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Personality characteristics of women before and after recovery from an eating disorder

  • KELLY L. KLUMP (a1), MICHAEL STROBER (a1), CYNTHIA M. BULIK (a1), LAURA THORNTON (a1), CRAIG JOHNSON (a1), BERNIE DEVLIN (a1), MANFRED M. FICHTER (a1), KATHERINE A. HALMI (a1), ALLAN S. KAPLAN (a1), D. BLAKE WOODSIDE (a1), SCOTT CROW (a1), JAMES MITCHELL (a1), ALESSANDRO ROTONDO (a1), PAMELA K. KEEL (a1), WADE H. BERRETTINI (a1), KATHERINE PLOTNICOV (a1), CHRISTINE POLLICE (a1), LISA R. LILENFELD (a1) and WALTER H. KAYE (a1)...
Abstract

Background. Previous studies of personality characteristics in women with eating disorders primarily have focused on women who are acutely ill. This study compares personality characteristics among women who are ill with eating disorders, recovered from eating disorders, and those without eating or other Axis I disorder pathology.

Method. Female participants were assessed for personality characteristics using the Temperament and Character Inventory (TCI): 122 with anorexia nervosa (AN; 77 ill, 45 recovered), 279 with bulimia nervosa (BN; 194 ill, 85 recovered), 267 with lifetime histories of both anorexia and bulimia nervosa (AN+BN; 194 ill, 73 recovered), 63 with eating disorder not otherwise specified (EDNOS; 31 ill, 32 recovered), and 507 without eating or Axis I disorder pathology.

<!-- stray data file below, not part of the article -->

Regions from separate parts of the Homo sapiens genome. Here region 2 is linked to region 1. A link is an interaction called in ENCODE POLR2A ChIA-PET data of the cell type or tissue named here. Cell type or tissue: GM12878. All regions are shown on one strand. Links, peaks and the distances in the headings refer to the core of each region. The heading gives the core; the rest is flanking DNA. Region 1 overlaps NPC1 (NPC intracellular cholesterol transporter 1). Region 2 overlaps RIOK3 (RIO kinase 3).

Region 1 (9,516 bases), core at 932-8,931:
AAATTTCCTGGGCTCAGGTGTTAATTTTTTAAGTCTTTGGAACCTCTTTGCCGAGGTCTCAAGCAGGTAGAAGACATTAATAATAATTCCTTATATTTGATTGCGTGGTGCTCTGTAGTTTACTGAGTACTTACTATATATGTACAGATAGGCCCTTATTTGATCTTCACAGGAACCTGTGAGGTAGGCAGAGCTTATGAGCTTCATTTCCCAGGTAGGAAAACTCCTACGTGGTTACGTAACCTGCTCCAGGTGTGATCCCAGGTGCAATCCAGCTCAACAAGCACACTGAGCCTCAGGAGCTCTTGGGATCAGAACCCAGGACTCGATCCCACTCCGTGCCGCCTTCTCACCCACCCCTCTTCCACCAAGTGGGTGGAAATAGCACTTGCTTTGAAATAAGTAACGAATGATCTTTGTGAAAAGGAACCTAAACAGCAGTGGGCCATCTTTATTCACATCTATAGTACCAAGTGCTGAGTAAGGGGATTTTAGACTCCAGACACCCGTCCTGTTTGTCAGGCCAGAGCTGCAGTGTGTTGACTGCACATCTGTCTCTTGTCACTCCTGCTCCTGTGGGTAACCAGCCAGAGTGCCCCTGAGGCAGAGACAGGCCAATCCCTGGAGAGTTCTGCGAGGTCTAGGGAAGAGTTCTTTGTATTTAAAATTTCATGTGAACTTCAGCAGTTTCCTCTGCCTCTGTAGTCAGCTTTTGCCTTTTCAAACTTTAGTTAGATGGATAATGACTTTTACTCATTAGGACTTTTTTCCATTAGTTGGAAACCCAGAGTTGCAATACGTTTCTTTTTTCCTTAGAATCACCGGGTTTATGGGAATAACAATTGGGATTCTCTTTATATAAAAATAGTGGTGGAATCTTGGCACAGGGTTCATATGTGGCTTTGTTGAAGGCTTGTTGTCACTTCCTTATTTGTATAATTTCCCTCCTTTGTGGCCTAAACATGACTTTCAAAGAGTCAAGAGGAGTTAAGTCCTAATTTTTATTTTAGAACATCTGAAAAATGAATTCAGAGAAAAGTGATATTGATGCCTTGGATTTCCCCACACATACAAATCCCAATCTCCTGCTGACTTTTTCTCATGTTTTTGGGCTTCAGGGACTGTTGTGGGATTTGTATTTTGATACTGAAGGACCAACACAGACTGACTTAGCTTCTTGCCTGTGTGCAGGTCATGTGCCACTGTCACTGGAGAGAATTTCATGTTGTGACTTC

Results. Women ill with all types of eating disorders exhibited several TCI score differences from control women, particularly in the areas of novelty-seeking, harm avoidance, self-directedness, and cooperativeness. Interestingly, women recovered from eating disorders reported higher levels of harm avoidance and lower self-directedness and cooperativeness scores than did normal control women.

Conclusions. Women with eating disorders in both the ill and recovered state show higher levels of harm avoidance and lower self-directedness and cooperativeness scores than normal control women. Although findings suggest that disturbances may be trait-related and contribute to the disorders' pathogenesis, additional research with more representative community controls, rather than our pre-screened, normal controls, is needed to confirm these impressions.

Copyright
Corresponding author
Dr Kelly L. Klump, Department of Psychology, Michigan State University, East Lansing, MI 48824-1116, USA. (Email: klump@msu.edu)
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Psychological Medicine
  • ISSN: 0033-2917
  • EISSN: 1469-8978
  • URL: /core/journals/psychological-medicine
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